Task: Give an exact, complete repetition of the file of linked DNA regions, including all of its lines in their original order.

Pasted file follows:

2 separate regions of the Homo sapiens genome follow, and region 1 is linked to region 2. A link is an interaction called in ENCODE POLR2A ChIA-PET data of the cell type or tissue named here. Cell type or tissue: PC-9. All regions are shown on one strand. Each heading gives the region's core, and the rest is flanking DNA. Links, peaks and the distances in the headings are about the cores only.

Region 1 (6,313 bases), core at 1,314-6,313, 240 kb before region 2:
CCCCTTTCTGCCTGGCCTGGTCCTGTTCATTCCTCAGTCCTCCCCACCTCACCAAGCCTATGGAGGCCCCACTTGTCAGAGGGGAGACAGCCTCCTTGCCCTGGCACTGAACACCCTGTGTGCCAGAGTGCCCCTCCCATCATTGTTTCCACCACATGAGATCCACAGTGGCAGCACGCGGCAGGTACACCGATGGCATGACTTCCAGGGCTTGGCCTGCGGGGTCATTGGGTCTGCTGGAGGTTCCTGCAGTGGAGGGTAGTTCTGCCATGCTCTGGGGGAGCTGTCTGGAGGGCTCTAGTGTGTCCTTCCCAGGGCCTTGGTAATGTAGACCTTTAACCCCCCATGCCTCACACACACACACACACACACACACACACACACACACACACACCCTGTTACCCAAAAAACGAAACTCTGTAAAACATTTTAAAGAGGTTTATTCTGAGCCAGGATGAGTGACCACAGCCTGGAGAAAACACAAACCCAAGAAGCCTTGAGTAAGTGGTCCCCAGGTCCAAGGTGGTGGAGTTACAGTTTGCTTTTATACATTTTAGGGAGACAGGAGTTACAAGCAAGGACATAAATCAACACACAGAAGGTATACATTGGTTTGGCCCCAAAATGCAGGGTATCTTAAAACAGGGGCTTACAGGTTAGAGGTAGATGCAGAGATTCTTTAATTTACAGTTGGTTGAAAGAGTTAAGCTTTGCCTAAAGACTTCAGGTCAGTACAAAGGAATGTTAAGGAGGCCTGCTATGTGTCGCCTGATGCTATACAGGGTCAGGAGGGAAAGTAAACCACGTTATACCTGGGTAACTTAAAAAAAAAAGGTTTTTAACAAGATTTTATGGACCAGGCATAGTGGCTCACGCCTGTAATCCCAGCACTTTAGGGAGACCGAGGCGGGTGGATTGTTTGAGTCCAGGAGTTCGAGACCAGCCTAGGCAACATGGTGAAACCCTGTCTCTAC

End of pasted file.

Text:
2 separate regions of the Homo sapiens genome follow, and region 1 is linked to region 2. A link is an interaction called in ENCODE POLR2A ChIA-PET data of the cell type or tissue named here. Cell type or tissue: PC-9. All regions are shown on one strand. Each heading gives the region's core, and the rest is flanking DNA. Links, peaks and the distances in the headings are about the cores only.

Region 1 (6,313 bases), core at 1,314-6,313, 240 kb before region 2:
CCCCTTTCTGCCTGGCCTGGTCCTGTTCATTCCTCAGTCCTCCCCACCTCACCAAGCCTATGGAGGCCCCACTTGTCAGAGGGGAGACAGCCTCCTTGCCCTGGCACTGAACACCCTGTGTGCCAGAGTGCCCCTCCCATCATTGTTTCCACCACATGAGATCCACAGTGGCAGCACGCGGCAGGTACACCGATGGCATGACTTCCAGGGCTTGGCCTGCGGGGTCATTGGGTCTGCTGGAGGTTCCTGCAGTGGAGGGTAGTTCTGCCATGCTCTGGGGGAGCTGTCTGGAGGGCTCTAGTGTGTCCTTCCCAGGGCCTTGGTAATGTAGACCTTTAACCCCCCATGCCTCACACACACACACACACACACACACACACACACACACACACACCCTGTTACCCAAAAAACGAAACTCTGTAAAACATTTTAAAGAGGTTTATTCTGAGCCAGGATGAGTGACCACAGCCTGGAGAAAACACAAACCCAAGAAGCCTTGAGTAAGTGGTCCCCAGGTCCAAGGTGGTGGAGTTACAGTTTGCTTTTATACATTTTAGGGAGACAGGAGTTACAAGCAAGGACATAAATCAACACACAGAAGGTATACATTGGTTTGGCCCCAAAATGCAGGGTATCTTAAAACAGGGGCTTACAGGTTAGAGGTAGATGCAGAGATTCTTTAATTTACAGTTGGTTGAAAGAGTTAAGCTTTGCCTAAAGACTTCAGGTCAGTACAAAGGAATGTTAAGGAGGCCTGCTATGTGTCGCCTGATGCTATACAGGGTCAGGAGGGAAAGTAAACCACGTTATACCTGGGTAACTTAAAAAAAAAAGGTTTTTAACAAGATTTTATGGACCAGGCATAGTGGCTCACGCCTGTAATCCCAGCACTTTAGGGAGACCGAGGCGGGTGGATTGTTTGAGTCCAGGAGTTCGAGACCAGCCTAGGCAACATGGTGAAACCCTGTCTCTAC